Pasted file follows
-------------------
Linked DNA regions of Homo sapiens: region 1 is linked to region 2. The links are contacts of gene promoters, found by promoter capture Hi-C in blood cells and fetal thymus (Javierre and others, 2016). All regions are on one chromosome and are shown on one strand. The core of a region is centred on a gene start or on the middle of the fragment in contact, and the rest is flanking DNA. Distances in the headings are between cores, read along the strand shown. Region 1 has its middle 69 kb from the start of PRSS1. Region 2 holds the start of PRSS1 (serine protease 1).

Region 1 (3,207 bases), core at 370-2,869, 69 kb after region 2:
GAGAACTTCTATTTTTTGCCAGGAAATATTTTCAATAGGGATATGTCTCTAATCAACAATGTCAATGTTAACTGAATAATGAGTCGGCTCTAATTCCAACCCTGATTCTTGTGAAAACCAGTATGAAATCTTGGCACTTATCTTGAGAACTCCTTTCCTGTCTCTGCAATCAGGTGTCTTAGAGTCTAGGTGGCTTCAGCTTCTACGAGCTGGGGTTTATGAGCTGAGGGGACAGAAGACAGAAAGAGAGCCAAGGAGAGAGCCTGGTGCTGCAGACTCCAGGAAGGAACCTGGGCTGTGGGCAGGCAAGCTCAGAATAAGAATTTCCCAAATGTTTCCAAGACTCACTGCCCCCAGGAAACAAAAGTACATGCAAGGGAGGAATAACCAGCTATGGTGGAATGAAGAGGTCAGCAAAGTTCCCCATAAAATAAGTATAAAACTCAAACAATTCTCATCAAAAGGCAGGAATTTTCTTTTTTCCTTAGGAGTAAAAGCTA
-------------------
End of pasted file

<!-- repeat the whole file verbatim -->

Linked DNA regions of Homo sapiens: region 1 is linked to region 2. The links are contacts of gene promoters, found by promoter capture Hi-C in blood cells and fetal thymus (Javierre and others, 2016). All regions are on one chromosome and are shown on one strand. The core of a region is centred on a gene start or on the middle of the fragment in contact, and the rest is flanking DNA. Distances in the headings are between cores, read along the strand shown. Region 1 has its middle 69 kb from the start of PRSS1. Region 2 holds the start of PRSS1 (serine protease 1).

Region 1 (3,207 bases), core at 370-2,869, 69 kb after region 2:
GAGAACTTCTATTTTTTGCCAGGAAATATTTTCAATAGGGATATGTCTCTAATCAACAATGTCAATGTTAACTGAATAATGAGTCGGCTCTAATTCCAACCCTGATTCTTGTGAAAACCAGTATGAAATCTTGGCACTTATCTTGAGAACTCCTTTCCTGTCTCTGCAATCAGGTGTCTTAGAGTCTAGGTGGCTTCAGCTTCTACGAGCTGGGGTTTATGAGCTGAGGGGACAGAAGACAGAAAGAGAGCCAAGGAGAGAGCCTGGTGCTGCAGACTCCAGGAAGGAACCTGGGCTGTGGGCAGGCAAGCTCAGAATAAGAATTTCCCAAATGTTTCCAAGACTCACTGCCCCCAGGAAACAAAAGTACATGCAAGGGAGGAATAACCAGCTATGGTGGAATGAAGAGGTCAGCAAAGTTCCCCATAAAATAAGTATAAAACTCAAACAATTCTCATCAAAAGGCAGGAATTTTCTTTTTTCCTTAGGAGTAAAAGCTA